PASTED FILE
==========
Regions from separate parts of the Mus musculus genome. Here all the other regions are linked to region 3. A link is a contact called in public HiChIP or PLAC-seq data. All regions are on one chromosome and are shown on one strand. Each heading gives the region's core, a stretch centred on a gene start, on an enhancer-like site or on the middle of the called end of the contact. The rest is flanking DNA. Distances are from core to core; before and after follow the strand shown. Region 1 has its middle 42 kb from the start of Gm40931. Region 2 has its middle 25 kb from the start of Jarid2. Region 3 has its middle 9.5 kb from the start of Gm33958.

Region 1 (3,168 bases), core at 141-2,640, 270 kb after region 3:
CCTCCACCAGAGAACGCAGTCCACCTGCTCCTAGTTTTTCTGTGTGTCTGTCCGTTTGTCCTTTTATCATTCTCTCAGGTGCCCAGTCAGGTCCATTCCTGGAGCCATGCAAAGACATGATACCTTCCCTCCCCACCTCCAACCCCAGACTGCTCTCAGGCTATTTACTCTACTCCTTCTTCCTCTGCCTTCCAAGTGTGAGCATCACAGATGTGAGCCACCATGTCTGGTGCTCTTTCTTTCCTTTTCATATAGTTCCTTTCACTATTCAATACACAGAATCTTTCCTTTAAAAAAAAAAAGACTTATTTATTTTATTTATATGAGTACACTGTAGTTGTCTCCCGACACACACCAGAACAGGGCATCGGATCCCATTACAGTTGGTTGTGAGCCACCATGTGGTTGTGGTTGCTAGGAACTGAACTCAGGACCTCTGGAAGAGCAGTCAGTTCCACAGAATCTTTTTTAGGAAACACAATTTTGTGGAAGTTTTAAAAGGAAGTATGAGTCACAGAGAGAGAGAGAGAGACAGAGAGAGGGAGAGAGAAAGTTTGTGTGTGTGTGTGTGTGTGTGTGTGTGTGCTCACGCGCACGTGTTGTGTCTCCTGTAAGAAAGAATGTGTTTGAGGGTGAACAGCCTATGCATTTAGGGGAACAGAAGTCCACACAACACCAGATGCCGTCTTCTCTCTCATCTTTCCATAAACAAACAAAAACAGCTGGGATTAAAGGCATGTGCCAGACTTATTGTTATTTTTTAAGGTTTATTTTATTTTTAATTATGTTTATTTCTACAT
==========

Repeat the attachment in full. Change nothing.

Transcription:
Regions from separate parts of the Mus musculus genome. Here all the other regions are linked to region 3. A link is a contact called in public HiChIP or PLAC-seq data. All regions are on one chromosome and are shown on one strand. Each heading gives the region's core, a stretch centred on a gene start, on an enhancer-like site or on the middle of the called end of the contact. The rest is flanking DNA. Distances are from core to core; before and after follow the strand shown. Region 1 has its middle 42 kb from the start of Gm40931. Region 2 has its middle 25 kb from the start of Jarid2. Region 3 has its middle 9.5 kb from the start of Gm33958.

Region 1 (3,168 bases), core at 141-2,640, 270 kb after region 3:
CCTCCACCAGAGAACGCAGTCCACCTGCTCCTAGTTTTTCTGTGTGTCTGTCCGTTTGTCCTTTTATCATTCTCTCAGGTGCCCAGTCAGGTCCATTCCTGGAGCCATGCAAAGACATGATACCTTCCCTCCCCACCTCCAACCCCAGACTGCTCTCAGGCTATTTACTCTACTCCTTCTTCCTCTGCCTTCCAAGTGTGAGCATCACAGATGTGAGCCACCATGTCTGGTGCTCTTTCTTTCCTTTTCATATAGTTCCTTTCACTATTCAATACACAGAATCTTTCCTTTAAAAAAAAAAAGACTTATTTATTTTATTTATATGAGTACACTGTAGTTGTCTCCCGACACACACCAGAACAGGGCATCGGATCCCATTACAGTTGGTTGTGAGCCACCATGTGGTTGTGGTTGCTAGGAACTGAACTCAGGACCTCTGGAAGAGCAGTCAGTTCCACAGAATCTTTTTTAGGAAACACAATTTTGTGGAAGTTTTAAAAGGAAGTATGAGTCACAGAGAGAGAGAGAGAGACAGAGAGAGGGAGAGAGAAAGTTTGTGTGTGTGTGTGTGTGTGTGTGTGTGTGCTCACGCGCACGTGTTGTGTCTCCTGTAAGAAAGAATGTGTTTGAGGGTGAACAGCCTATGCATTTAGGGGAACAGAAGTCCACACAACACCAGATGCCGTCTTCTCTCTCATCTTTCCATAAACAAACAAAAACAGCTGGGATTAAAGGCATGTGCCAGACTTATTGTTATTTTTTAAGGTTTATTTTATTTTTAATTATGTTTATTTCTACAT